Japan defeated Sweden today, 3-1, and will be making it's first appearance in a World Cup Final. They will meet the United States who, earlier, overwhelmed France late and won 3-1 on a rain-slicked field.
It's hard for the world to not root for the big underdogs from Japan, especially after the Japanese players once again unfurled a huge banner after the match that read, "To Our Friends Around the World; Thank You For Your Support," which refers to the world-wide outpouring of aid after the the March 11 tsunami and earthquake that left 23,000 people dead or missing.
The U.S. team hopes to win their first World Cup title since 1999 when they defeated China.
The Japanese just want to bring hope home.
Japan has a tough road to victory and is 0-22-3 all-time against the U.S.. They lost three games this spring against the same squad of U.S. players.
The Japanese team shocked Germany earlier in the tournament before beating perennial women's soccer power Sweden today. It is a totally different collection of players who played that series vs. the U.S.. Japan was devastated by the disaster and the the team did not practice for weeks before those games.
Sunday's final will pit the finesse of Japan against the tenacity of the U.S.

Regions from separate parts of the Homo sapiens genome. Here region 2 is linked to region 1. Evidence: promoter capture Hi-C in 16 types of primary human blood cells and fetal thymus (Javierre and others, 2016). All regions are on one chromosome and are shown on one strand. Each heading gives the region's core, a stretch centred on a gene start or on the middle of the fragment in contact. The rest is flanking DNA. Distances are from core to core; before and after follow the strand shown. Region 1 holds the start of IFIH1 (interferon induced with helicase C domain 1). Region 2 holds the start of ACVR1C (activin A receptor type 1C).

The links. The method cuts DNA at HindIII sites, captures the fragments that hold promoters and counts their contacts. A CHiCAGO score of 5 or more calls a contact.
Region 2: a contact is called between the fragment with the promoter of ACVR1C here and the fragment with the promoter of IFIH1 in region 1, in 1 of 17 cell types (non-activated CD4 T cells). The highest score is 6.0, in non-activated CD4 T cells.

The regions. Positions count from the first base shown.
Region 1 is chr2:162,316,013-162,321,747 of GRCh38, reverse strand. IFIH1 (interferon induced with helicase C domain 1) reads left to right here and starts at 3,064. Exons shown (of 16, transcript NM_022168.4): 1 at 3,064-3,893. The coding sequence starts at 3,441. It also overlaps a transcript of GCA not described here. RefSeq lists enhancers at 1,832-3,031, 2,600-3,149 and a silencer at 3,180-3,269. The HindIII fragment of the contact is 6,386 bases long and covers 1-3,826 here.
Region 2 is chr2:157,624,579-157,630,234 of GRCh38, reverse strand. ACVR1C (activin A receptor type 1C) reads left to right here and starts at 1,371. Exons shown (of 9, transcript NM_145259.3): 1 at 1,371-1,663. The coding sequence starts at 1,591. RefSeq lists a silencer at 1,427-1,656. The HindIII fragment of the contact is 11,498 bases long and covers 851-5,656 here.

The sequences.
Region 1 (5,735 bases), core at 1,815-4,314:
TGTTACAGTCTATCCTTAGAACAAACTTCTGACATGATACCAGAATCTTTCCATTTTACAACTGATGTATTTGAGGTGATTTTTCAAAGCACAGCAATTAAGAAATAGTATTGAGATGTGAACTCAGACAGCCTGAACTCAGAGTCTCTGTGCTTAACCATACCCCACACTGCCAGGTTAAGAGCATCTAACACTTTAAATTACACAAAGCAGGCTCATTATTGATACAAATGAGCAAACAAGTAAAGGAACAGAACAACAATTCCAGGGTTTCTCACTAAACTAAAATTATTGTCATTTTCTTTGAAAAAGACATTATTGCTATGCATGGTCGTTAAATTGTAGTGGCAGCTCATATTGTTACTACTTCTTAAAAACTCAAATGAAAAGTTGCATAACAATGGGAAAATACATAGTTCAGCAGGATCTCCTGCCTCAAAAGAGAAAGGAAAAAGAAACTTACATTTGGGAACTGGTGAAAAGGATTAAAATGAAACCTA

Japan's game is filled with fine-tuned trapping and passing while the Americans are bigger and more athletic.
The U.S. team is led by sure-handed goaltender, Hope Solo, and striker Abby Wambach-- who has headed in go ahead goals against both Sweden and France.
Japan is filled with interchangeable players who can frustrate an opponent with their trademark short-passing and unselfish play. Nahomi Kawasumi scored two goals today after getting a surprise start.
Wambach, even after the U.S. victory, thought France"outplayed" her team today.
"In the end, we're in the finals," she boasted.
The Japanese team is playing for a lot more than the title. Respect is such an important aspect of Japanese society and the team representing their country has already earned so much of it on an international stage. Now they just want to bring some happiness back to their recovering homeland.
Before the game against favored Germany, Japan's coach Norio Sasaki, showed the team photographs of the victims and the devastation of the tsunami and earthquake to inspire them. He didn't do it today and probably won't do it on Sunday.
The Japanese team already has those horrible images in their heads to push them on.
It's hard not to want to see the Japanese women unfurl that banner in Frankfurt on Sunday and thank the world once again...this time holding the World Cup Championship trophy.